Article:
Arlene Goldbard Presents Digital Storytelling

March 29th, 2012

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Arlene Goldbard is not just the author of New Creative Community, she’s also a prolific blogger and community arts activist. We are proud to be her publisher, and also proud to collaborate with her and share her newest project with you.


Story Seeds: Henri & Me

Last week, I made my first digital story. At the beginning of March, I entered into a new and exciting partnership with the Center for Digital Storytelling to create StoryLab (working title), an R&D wing embodying the power of story to help bring about a democratic and sustainable future.

To prepare for our partnership, I’d already interviewed staff members, read a mountain of history, and watched a remarkable range of first-person stories sculpted from individual narratives, photographs, letters, home movies, music, and other bits of visual and auditory information. But until now, I’d never had the experience of making a digital story myself.

Over the course of three busy and stimulating days, I met other workshop participants, read aloud the brief script I’d drafted a few days earlier, received others’ responses and suggestions, revised it and recorded my narration, uploaded photographs, home movie clips, and music to cobble together a rough version of my two-and-a-half-minute movie. With bottomless generosity, the individuals tasked with facilitating stories helped me to clarify my intentions and to execute the technical moves—transitions, special effects, titles—necessary to a finished product.

Six other participants were doing all the same things at the same time, generating at atmosphere thick with intentionality and concentration. From the first instant, I felt as if I’d been planted in a nursery full of seedpods bursting with the will to germinate.

In the last hour of the last day, when all the stories were screened and appreciated, I understood how entirely apt that feeling had been. We all have many stories to tell, of course. In fact, at least half the people present in this workshop were experienced digital storytellers, now learning how to help others tell their own stories. I considered many subjects before I hit on my choice for this first outing. But whether we are talking about someone like me, constructing a very first story, or someone devising the hundredth in a personal series, the same feelings are engaged: the intimacy and vulnerability of unearthing a seed from which some aspect of your character or passion has sprouted, of shining a light on your truth; the pleasure of telling in exactly your own way precisely what you wish to share; the pride and risk of self-revelation; the delight when what is so particular to oneself resonates with others.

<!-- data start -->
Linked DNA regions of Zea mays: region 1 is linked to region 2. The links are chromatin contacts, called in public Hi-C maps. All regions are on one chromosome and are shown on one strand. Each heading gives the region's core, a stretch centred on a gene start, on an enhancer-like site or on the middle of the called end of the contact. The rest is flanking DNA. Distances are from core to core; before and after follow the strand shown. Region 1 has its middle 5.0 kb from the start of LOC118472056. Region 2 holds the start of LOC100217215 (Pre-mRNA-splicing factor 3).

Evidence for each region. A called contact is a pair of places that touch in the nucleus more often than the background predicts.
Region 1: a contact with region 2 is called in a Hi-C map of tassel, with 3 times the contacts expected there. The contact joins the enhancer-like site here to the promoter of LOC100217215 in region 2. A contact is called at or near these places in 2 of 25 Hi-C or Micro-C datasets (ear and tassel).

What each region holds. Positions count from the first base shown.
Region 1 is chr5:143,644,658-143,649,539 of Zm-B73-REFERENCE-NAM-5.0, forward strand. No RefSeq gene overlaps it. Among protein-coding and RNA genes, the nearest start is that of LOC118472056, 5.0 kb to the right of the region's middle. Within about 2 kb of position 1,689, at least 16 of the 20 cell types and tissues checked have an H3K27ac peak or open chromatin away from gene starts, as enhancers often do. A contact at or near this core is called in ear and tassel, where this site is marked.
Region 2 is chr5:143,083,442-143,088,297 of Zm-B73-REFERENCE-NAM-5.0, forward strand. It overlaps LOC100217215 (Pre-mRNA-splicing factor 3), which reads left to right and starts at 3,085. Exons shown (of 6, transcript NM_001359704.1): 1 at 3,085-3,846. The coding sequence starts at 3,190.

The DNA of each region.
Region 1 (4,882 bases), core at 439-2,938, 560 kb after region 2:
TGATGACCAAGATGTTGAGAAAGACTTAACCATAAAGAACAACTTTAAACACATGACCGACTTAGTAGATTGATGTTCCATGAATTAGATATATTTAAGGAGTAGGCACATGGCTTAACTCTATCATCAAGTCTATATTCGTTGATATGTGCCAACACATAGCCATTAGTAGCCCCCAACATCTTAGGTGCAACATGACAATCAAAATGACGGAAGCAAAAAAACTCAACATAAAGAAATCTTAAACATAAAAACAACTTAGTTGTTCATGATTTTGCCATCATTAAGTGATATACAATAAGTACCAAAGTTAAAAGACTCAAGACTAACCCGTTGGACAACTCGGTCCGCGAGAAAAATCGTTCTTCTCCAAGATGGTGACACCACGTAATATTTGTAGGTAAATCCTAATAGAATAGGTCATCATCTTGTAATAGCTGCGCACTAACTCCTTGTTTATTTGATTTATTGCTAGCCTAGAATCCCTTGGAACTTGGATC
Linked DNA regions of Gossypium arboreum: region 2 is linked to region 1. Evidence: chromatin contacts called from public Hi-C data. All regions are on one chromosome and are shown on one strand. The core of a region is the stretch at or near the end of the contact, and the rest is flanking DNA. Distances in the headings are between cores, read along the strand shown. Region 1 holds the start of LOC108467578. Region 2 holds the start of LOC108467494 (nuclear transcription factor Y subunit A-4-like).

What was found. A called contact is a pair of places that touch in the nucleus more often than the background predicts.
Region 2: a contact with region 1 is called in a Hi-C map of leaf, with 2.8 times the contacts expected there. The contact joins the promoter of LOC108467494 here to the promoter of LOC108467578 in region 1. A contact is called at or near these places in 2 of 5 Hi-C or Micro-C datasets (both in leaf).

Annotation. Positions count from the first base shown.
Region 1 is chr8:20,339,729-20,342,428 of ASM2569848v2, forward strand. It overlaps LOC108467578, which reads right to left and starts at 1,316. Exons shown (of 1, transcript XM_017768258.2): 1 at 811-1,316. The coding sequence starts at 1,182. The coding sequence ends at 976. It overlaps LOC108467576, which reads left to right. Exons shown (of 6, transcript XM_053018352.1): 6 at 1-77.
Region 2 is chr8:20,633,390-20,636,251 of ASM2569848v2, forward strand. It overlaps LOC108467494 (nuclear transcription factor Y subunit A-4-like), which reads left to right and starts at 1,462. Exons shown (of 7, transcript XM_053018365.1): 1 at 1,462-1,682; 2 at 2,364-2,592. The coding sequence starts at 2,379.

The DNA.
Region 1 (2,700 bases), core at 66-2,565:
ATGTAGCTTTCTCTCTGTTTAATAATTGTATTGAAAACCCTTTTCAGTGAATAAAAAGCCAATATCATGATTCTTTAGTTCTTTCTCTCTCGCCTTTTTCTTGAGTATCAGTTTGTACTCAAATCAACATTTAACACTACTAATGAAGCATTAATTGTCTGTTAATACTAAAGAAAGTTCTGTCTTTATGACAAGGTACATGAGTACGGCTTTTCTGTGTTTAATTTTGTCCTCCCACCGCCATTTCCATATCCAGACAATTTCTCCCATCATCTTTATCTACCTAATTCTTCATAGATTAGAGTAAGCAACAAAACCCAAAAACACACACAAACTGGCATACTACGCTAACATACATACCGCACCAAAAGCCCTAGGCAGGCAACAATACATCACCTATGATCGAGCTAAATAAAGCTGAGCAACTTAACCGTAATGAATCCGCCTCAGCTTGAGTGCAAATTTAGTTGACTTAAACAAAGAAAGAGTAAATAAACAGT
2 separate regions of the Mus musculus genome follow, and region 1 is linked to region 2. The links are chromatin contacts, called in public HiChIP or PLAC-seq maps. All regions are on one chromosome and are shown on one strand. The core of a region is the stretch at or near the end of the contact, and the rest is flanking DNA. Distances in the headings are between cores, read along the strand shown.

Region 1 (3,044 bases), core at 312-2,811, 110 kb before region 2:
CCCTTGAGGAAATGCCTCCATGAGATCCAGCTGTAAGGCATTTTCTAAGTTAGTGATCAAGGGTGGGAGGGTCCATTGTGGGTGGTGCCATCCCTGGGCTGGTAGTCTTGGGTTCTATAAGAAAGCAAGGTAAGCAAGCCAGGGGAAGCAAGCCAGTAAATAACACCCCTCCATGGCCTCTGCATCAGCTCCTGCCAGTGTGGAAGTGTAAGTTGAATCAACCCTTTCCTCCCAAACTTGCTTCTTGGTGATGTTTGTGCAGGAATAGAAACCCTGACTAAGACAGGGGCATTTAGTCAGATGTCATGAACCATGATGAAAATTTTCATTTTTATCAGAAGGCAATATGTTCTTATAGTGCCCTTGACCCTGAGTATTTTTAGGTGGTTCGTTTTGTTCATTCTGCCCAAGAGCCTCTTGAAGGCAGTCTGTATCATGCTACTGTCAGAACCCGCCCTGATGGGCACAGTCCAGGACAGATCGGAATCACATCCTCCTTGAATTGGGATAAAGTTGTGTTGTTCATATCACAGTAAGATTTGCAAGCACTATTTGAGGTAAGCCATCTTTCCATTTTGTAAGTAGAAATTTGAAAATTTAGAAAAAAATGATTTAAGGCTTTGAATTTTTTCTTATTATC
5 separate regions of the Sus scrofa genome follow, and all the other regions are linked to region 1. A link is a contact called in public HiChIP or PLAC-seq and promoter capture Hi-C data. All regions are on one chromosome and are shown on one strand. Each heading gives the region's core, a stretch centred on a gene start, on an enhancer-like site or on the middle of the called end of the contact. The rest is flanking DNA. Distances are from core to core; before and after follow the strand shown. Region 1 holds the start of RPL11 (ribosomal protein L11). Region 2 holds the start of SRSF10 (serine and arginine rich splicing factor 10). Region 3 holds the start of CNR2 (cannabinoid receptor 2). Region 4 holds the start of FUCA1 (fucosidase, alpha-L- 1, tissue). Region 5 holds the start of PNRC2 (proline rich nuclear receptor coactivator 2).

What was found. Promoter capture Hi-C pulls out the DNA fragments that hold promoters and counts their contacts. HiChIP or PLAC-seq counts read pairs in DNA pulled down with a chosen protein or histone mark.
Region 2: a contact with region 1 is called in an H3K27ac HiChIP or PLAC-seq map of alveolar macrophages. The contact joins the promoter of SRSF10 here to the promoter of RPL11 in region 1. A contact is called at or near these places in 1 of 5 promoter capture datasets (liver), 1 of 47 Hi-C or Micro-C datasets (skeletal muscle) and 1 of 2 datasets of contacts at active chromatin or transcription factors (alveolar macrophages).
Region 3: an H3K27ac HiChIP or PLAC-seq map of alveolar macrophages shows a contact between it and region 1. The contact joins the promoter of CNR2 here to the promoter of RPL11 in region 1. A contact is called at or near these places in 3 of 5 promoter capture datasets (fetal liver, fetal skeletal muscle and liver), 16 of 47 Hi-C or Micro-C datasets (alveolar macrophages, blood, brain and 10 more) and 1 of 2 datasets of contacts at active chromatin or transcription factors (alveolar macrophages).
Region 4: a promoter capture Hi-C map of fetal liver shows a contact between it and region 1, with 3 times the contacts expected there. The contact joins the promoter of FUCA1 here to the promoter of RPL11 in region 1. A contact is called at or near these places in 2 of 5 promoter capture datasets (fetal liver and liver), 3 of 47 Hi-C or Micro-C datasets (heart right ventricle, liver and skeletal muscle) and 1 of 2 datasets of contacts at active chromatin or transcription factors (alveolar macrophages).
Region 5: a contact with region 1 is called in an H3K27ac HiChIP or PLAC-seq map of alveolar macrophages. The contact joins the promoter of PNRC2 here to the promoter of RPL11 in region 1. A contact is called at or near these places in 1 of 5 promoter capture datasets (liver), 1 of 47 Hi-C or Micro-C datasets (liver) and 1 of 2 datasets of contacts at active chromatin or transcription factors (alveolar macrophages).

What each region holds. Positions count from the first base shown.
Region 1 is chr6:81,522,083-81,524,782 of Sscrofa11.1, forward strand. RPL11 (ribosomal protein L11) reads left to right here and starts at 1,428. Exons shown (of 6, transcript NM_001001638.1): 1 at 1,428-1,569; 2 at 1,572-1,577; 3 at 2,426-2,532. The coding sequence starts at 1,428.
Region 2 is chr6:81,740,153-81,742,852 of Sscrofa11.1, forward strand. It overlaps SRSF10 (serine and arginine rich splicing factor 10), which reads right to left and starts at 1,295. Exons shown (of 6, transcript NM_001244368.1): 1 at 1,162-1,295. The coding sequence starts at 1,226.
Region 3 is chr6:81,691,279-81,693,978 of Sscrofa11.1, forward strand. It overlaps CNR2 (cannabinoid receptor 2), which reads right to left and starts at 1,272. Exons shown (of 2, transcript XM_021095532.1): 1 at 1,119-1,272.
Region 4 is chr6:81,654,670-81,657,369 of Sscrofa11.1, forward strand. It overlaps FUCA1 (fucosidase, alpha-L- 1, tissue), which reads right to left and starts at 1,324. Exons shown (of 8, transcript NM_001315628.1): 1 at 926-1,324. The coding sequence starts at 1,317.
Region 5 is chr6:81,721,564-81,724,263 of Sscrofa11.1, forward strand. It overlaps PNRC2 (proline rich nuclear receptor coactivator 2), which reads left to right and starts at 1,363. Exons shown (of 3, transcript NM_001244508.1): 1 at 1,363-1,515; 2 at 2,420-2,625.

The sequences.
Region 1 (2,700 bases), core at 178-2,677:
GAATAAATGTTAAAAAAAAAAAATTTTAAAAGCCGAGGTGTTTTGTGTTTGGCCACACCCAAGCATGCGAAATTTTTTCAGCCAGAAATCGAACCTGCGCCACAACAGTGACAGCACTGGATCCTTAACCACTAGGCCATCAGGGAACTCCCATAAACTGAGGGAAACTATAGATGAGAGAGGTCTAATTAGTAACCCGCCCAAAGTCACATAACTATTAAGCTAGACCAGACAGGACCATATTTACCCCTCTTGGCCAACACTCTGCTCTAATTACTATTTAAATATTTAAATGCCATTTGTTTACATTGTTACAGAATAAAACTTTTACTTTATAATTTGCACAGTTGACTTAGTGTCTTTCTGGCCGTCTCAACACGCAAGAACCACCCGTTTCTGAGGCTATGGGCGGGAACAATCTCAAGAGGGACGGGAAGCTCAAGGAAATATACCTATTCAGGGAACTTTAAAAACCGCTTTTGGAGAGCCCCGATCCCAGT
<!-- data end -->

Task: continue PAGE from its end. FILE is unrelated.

I can think of a million situations, a zillion contexts, in which exactly this experience of germination could initialize a process of self-directed healing, or build connections between people, or aggregate what might otherwise be dismissed as “mere anecdote” into a powerfully coherent message that needs to be heard. And I’m not the only one who sees this potential: spend some time on the Center’s website to see for yourself.

When we open ourselves to see and be seen, something remarkable happens. Trivial likes and dislikes fall away. The surface of things ceases to matter so much, and whatever is most important—most true, most real, most beautiful—occupies center stage. Mostly, these days, I’m a bit of a workaholic: so many deadlines, so many reasons to complete just one more task before I rest. But finishing my digital story left me with such a strong sense of having arrived at a destination (and that delicious fatigue you feel when attaining the summit at the end of a long hike), I actually took a day off!

Here’s my story. I hope you enjoy it. (The photos of a dandelion puff and leaves are by Jennifer Williams; the lake and trees by Eugene Beckes.)

As you’ll hear, a pivotal piece of the story unfolds when I was eleven years old. That was also the age when boys and girls started noticing each other (probably boys and boys and girls and girls too, but that took place beyond my budding awareness). I’d just turned ten when my father died, so the whole prior year was swamped in misery: in my memory, it’s one long stretch of waiting to glimpse a little light beyond the darkness and chaos of my family. But by the time I’d turned eleven, my horizons had begun to expand beyond the little world at home.

One of my strongest memories of that age is dancing—or at least pressing my body close to a boy’s body and moving while music was playing—in someone’s darkened living-room, while that someone’s parents retreated to the another room to watch TV. In that memory, this song is playing, the original, by the Teddy Bears (Phil Spector, Marshall Leib, Annette Kleinbard, just to put the ethnic cherry on the doo-wop sundae). But really, doesn’t it have to be the version by Amy Winehouse, avatar of excessively sad little Jewish girls everywhere and in all times?

READ MORE FROM ARLENE! Buy New Creative Community now and use code “storytelling” at checkout to get 15% off!!!

Acting Together on World Theatre Day

March 26th, 2012

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Cynthia Cohen, coeditor of the Acting Together anthology and coproducer of the DVD Acting Together on the World Stage has asked us to pass on some thoughts about World Theatre Day, which celebrates its 50th Anniversary this year on March 27th. This occasion was created by the International Theatre Institute of UNESCO to highlight the contributions of theatre to a culture of peace. Her comments are below.